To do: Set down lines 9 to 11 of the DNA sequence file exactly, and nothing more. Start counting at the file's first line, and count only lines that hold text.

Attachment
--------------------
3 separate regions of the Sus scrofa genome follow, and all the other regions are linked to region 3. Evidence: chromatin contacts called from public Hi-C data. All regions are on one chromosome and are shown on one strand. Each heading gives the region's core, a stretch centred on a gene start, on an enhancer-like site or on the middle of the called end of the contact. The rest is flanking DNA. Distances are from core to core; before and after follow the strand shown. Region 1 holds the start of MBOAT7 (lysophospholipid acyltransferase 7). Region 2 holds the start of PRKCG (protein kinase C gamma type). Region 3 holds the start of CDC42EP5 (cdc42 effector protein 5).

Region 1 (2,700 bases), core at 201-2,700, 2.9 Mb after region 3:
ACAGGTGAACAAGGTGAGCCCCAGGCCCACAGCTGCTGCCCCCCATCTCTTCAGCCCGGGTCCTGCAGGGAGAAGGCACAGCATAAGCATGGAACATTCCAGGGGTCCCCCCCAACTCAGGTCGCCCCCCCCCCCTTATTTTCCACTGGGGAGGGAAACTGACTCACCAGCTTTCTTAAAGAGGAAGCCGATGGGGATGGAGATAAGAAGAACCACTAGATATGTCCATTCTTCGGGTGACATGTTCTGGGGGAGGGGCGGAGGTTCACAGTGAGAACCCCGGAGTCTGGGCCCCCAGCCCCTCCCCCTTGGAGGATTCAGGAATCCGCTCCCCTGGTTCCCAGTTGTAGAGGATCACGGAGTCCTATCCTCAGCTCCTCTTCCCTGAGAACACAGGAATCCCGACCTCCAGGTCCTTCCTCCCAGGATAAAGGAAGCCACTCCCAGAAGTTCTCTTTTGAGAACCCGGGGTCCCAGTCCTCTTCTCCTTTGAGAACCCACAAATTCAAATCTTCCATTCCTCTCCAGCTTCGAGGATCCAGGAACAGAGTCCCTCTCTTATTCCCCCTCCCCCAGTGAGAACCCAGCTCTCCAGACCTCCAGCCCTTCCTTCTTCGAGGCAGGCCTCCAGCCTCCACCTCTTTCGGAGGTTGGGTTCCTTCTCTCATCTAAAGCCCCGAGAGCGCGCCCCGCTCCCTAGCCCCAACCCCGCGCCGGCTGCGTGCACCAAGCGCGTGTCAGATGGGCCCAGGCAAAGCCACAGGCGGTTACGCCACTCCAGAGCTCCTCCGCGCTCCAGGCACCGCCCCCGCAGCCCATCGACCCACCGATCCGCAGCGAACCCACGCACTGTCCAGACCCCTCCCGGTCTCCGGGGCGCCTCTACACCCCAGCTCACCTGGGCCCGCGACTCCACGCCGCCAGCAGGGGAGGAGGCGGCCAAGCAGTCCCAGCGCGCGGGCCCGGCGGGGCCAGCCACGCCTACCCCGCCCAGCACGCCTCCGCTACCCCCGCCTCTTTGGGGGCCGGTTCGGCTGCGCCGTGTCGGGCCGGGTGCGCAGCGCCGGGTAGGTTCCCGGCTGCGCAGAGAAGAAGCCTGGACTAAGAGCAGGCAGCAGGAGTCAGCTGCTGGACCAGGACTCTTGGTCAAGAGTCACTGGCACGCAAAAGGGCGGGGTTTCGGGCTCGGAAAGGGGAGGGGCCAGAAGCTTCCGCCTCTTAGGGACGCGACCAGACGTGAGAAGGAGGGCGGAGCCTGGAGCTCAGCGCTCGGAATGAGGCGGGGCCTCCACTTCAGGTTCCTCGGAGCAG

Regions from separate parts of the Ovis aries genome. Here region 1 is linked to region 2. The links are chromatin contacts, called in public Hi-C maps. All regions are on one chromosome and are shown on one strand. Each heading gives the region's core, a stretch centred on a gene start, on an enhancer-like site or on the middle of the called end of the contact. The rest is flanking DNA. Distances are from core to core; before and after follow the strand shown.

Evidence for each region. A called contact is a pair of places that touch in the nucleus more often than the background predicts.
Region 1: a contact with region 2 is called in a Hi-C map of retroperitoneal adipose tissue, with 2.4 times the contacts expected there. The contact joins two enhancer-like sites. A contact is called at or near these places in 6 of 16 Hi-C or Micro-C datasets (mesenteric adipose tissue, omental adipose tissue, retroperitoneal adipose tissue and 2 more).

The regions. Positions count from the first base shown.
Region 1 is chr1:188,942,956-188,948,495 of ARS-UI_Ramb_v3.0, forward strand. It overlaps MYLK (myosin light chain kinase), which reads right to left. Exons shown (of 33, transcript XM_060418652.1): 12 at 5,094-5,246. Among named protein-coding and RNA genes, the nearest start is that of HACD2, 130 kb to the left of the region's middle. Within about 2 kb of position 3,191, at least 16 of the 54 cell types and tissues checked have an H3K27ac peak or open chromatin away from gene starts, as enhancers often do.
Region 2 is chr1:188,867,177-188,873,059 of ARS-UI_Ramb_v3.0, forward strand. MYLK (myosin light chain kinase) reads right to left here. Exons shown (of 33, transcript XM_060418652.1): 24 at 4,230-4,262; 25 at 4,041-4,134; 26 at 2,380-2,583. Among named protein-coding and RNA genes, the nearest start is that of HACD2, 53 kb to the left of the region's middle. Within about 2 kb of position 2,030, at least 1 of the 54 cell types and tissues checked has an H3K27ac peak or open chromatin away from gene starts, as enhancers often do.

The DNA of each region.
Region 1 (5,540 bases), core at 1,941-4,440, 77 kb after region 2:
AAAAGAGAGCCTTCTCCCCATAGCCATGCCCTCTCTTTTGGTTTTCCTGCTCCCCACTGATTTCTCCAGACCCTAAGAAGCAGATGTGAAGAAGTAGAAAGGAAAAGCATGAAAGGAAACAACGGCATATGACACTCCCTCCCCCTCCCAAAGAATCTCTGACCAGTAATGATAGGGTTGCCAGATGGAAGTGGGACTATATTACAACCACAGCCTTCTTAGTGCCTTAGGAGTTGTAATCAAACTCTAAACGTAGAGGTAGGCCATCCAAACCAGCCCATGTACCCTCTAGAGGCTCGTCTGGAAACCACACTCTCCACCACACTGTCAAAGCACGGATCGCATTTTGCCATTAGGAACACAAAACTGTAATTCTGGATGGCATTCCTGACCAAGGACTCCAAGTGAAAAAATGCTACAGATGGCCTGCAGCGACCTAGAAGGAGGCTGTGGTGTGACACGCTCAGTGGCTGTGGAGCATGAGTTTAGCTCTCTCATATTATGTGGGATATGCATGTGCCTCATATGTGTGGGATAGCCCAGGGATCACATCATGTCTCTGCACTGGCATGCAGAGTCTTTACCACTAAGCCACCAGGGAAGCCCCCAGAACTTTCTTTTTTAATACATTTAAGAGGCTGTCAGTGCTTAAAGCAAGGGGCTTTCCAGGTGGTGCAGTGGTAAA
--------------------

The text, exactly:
Region 2 is chr1:188,867,177-188,873,059 of ARS-UI_Ramb_v3.0, forward strand. MYLK (myosin light chain kinase) reads right to left here. Exons shown (of 33, transcript XM_060418652.1): 24 at 4,230-4,262; 25 at 4,041-4,134; 26 at 2,380-2,583. Among named protein-coding and RNA genes, the nearest start is that of HACD2, 53 kb to the left of the region's middle. Within about 2 kb of position 2,030, at least 1 of the 54 cell types and tissues checked has an H3K27ac peak or open chromatin away from gene starts, as enhancers often do.

The DNA of each region.
Region 1 (5,540 bases), core at 1,941-4,440, 77 kb after region 2: